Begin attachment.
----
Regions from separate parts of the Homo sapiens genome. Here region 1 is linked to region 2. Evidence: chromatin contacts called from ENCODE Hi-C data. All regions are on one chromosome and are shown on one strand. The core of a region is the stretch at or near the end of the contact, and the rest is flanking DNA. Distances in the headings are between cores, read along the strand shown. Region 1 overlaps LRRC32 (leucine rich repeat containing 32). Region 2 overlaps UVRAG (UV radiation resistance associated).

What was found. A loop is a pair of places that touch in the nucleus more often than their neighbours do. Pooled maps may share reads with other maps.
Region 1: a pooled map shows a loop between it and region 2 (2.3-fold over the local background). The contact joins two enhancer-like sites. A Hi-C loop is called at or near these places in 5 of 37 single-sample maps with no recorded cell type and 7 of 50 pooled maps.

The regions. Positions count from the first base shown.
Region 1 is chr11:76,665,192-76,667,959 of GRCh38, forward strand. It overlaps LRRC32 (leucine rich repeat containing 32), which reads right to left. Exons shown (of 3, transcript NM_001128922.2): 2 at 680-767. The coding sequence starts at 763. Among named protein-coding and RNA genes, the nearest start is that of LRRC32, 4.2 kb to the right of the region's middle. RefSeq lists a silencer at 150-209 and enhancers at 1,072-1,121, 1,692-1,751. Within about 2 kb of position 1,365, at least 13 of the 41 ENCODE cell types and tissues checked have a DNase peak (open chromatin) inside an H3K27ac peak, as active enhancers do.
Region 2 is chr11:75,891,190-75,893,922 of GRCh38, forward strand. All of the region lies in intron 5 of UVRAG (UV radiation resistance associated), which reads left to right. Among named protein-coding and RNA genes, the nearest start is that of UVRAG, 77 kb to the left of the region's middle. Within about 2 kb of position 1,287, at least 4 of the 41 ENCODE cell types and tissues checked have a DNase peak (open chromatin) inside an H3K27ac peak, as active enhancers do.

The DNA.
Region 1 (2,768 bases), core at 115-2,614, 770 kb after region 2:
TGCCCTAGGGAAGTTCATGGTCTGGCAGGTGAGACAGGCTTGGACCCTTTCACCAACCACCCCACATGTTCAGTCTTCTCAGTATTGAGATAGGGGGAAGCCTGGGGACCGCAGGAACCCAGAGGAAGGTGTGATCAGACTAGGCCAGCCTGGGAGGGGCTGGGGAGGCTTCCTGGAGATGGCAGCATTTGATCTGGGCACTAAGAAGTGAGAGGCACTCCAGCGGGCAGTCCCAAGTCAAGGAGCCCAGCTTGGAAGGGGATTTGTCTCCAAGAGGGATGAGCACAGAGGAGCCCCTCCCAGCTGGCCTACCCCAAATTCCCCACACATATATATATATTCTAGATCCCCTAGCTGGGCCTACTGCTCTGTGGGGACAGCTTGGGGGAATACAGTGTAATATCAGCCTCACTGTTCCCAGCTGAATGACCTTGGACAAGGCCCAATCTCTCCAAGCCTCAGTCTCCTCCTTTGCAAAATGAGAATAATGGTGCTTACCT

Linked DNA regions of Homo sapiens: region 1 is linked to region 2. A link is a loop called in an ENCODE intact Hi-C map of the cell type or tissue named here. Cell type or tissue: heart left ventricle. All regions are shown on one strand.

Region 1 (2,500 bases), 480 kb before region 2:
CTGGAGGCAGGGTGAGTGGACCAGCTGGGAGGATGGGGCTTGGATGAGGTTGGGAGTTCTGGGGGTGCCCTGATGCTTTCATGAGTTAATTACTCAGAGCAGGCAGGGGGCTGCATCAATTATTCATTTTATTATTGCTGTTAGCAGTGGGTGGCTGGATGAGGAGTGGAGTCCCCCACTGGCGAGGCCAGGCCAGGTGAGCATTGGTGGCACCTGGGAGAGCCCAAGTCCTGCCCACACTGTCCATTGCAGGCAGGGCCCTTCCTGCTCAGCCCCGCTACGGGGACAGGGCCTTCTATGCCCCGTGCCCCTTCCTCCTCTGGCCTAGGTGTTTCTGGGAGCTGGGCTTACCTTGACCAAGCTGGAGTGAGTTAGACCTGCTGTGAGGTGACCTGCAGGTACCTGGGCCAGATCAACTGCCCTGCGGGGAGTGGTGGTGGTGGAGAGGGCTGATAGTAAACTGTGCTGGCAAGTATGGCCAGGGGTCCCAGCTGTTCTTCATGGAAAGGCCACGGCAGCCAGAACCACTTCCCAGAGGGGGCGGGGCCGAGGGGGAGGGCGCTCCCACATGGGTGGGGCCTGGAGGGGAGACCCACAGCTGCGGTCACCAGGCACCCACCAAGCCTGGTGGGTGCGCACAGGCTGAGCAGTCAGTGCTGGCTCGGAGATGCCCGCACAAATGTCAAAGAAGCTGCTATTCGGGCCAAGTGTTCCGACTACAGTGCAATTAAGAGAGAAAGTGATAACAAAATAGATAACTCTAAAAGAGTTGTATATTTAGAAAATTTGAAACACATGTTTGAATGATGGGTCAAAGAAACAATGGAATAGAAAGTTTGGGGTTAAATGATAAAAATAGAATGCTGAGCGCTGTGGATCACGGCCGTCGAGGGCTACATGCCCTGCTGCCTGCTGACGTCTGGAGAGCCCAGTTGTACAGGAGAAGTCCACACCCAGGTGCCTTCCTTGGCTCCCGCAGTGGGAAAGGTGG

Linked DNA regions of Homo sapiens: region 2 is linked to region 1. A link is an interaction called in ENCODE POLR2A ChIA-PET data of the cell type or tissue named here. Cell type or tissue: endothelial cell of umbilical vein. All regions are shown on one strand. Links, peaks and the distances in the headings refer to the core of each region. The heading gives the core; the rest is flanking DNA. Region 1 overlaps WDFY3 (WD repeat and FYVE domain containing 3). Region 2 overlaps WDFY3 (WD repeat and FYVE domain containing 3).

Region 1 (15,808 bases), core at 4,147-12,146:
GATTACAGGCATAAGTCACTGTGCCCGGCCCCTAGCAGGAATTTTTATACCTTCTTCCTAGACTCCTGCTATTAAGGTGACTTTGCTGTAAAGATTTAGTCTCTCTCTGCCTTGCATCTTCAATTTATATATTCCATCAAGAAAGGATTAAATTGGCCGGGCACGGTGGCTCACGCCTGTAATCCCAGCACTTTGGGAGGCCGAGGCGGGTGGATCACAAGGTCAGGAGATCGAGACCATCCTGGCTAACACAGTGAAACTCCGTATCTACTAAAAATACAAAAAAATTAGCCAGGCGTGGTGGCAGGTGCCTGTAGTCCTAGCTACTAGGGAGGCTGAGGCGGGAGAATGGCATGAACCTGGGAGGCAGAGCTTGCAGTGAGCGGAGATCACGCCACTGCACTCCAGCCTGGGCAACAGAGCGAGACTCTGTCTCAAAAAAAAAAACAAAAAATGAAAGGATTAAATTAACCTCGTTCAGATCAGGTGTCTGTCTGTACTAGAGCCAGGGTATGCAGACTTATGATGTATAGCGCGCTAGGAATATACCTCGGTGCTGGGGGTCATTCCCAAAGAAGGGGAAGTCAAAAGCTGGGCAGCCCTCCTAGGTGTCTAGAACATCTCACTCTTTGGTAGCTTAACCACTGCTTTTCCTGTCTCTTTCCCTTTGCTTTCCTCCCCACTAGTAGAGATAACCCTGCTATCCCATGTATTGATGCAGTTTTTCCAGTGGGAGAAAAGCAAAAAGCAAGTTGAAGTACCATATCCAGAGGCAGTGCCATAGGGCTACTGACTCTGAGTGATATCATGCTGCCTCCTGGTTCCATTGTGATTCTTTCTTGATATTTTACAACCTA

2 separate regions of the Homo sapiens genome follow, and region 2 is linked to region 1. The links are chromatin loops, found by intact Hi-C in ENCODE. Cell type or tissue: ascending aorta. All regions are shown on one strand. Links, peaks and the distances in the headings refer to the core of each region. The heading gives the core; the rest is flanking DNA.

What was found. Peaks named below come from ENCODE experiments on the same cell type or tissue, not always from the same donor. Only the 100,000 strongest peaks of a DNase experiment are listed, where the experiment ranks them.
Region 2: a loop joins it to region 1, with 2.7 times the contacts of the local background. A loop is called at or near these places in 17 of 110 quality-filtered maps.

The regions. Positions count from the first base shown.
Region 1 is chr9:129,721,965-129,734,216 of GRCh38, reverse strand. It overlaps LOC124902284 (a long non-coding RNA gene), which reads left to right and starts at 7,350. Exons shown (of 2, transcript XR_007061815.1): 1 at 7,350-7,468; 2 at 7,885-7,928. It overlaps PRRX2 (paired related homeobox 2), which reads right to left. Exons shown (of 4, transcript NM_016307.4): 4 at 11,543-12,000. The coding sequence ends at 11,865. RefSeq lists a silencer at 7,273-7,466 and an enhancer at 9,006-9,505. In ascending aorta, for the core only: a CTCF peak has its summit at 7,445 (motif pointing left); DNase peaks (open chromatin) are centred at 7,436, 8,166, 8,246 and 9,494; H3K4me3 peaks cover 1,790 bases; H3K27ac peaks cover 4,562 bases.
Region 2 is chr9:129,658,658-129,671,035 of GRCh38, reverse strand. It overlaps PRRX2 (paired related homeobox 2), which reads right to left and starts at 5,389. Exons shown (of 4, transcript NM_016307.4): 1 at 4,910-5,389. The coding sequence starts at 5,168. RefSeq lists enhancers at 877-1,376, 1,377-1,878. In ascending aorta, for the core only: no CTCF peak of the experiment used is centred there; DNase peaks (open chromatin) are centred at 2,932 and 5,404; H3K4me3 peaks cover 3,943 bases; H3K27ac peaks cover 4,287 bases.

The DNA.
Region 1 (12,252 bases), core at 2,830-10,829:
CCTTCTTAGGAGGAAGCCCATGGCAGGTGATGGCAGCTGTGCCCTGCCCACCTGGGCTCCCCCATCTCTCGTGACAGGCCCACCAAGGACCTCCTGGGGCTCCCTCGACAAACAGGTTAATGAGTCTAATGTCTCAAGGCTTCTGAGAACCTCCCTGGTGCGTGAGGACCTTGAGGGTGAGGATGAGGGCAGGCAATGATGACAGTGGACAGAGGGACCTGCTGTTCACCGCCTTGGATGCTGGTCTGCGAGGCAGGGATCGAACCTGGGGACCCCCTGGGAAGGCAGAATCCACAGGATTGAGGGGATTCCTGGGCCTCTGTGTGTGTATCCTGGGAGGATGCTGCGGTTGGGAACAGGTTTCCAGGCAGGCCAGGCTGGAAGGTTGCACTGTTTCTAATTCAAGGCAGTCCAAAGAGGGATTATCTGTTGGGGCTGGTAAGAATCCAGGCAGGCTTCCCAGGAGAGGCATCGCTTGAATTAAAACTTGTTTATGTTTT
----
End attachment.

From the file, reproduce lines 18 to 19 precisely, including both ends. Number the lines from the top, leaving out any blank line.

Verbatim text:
Region 2: a loop joins it to region 1, with 2.7 times the contacts of the local background. A loop is called at or near these places in 17 of 110 quality-filtered maps.

The regions. Positions count from the first base shown.